Storm and Surface Waters

The hydrologic cycle carries water all across our world. When it falls as rain on Richfield, it often enters one of our 3,719 catch basins, travels some distance along our 94 miles of storm sewer main, and into one of our 17 ponds or 3 lakes. As rain makes its journey from the streets to the surface waters, it also carries along pollutants from lawns, streets, and gutters. This "non-point source" pollution is the leading form of water pollution in the United States today. See the sections below to learn about the City's approach to fighting non-point source pollution and how you can make a difference. Also check out this ArcGIS storymap for more information!
Photo credit: John Glavan
The Stormwater Pollution Prevention Program (SWPPP) outlines the City's methods for reducing pollution in stormwater, and is required in order to comply with Minnesota Pollution Control Agency's General Permit for Municipal Separate Storm Sewer Systems (MS4 General Permit). The actions that the City takes are categorized into 6 Minimum Control Measures (MCMs):
  1. Public Education and Outreach
  2. Public Participation/Involvement
  3. Illicit Discharge Detection and Elimination
  4. Construction Site Stormwater Runoff Control
  5. Post-Construction Stormwater Management
  6. Pollution Prevention/Good Housekeeping for Municipal Operations
The SWPPP was last updated in 2023 to take into account the latest regulations and best management practices. The City welcomes comment on the SWPPP at any time. Please direct any questions or comments on the SWPPP to Mattias Oddsson: 
Click here to view the previous (2015) SWPPP.
Click here to view the current SWPPP.


The term 'illicit discharge' refers to any discharge to the storm sewer system that is not entirely composed of stormwater (with the exception of a few permitted non-stormwater discharges). Since storm sewers lead directly to surface waters without any treatment, any pollutants entering the storm sewer system will ultimately end up in a surface water. Common pollutants include hydrocarbons (motor oil, gasoline), organic material (leaves, yard waste), pet waste, and litter. The City depends on its field staff and residents to report instances of illicit discharge. If you observe an illicit discharge, please notify the Water Resources Engineer, Mattias Oddsson: (612) 861-9797 or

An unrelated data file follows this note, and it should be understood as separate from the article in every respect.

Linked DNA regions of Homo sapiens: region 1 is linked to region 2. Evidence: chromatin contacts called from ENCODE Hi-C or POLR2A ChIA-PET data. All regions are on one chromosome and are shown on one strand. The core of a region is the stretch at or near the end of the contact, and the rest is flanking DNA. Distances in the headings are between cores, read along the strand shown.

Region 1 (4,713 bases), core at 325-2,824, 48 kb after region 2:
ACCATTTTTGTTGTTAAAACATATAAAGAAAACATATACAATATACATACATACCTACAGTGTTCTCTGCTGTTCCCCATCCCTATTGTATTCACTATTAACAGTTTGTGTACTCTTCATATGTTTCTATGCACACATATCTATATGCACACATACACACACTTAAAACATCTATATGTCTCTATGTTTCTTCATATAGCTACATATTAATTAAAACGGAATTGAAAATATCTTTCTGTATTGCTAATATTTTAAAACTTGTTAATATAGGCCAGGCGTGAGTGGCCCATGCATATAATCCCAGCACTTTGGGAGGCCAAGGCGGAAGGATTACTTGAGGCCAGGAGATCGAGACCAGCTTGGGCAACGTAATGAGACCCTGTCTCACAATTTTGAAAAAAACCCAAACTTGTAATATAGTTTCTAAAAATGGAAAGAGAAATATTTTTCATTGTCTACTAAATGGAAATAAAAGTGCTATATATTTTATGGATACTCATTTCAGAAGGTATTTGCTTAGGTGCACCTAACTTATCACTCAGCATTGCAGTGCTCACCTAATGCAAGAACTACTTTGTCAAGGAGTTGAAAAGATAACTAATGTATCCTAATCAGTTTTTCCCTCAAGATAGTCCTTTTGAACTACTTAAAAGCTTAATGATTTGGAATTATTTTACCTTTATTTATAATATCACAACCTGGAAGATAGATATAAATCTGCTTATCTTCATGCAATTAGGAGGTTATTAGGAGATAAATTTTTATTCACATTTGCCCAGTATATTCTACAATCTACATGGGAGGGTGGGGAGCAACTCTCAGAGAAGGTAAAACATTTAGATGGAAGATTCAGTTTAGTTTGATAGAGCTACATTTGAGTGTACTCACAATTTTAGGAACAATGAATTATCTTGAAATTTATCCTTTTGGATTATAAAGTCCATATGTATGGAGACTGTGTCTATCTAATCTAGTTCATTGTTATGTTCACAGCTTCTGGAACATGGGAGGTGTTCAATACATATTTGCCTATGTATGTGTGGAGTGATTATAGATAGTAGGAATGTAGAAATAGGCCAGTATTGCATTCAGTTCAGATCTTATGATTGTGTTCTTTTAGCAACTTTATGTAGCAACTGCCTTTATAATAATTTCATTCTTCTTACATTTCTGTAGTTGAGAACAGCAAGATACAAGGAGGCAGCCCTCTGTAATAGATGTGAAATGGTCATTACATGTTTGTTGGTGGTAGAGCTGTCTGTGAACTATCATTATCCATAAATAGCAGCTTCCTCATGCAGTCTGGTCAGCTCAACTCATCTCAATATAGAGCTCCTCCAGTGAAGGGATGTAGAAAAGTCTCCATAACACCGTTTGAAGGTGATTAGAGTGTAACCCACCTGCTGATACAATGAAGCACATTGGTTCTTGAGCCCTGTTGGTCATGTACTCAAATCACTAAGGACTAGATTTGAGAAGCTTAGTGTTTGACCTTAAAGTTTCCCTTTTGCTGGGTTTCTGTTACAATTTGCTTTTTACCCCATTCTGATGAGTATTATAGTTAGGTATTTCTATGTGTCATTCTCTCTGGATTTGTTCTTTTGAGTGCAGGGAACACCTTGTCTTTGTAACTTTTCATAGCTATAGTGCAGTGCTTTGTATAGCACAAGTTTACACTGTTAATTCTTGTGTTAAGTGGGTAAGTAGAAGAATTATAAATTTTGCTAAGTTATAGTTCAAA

The Surface Water Management Plan (SWMP) outlines the City's plan for managing our stormwater and water resources. This document helps to inform policy decisions, water resource management, implementation priorities, and capital improvement budgeting to address water resource issues. Click here to view the SWMP.



A watershed is an area of land in which the majority of precipitation that falls drains to a common outlet, such as a stream or a lake. Watershed boundaries are generally at points of high elevation, so that the land forms a sort of basin or bowl. Watersheds are managed by Watershed Districts, a special purpose unit of local government which oversees water resources within their boundary. A watershed-level management approach is useful for addressing flooding, pollution, and other issues in a given area.
Richfield falls within the boundaries of three separate watersheds:

City rain garden guidance

Stormwater Design Standards
Water cycle glossary and resources for educators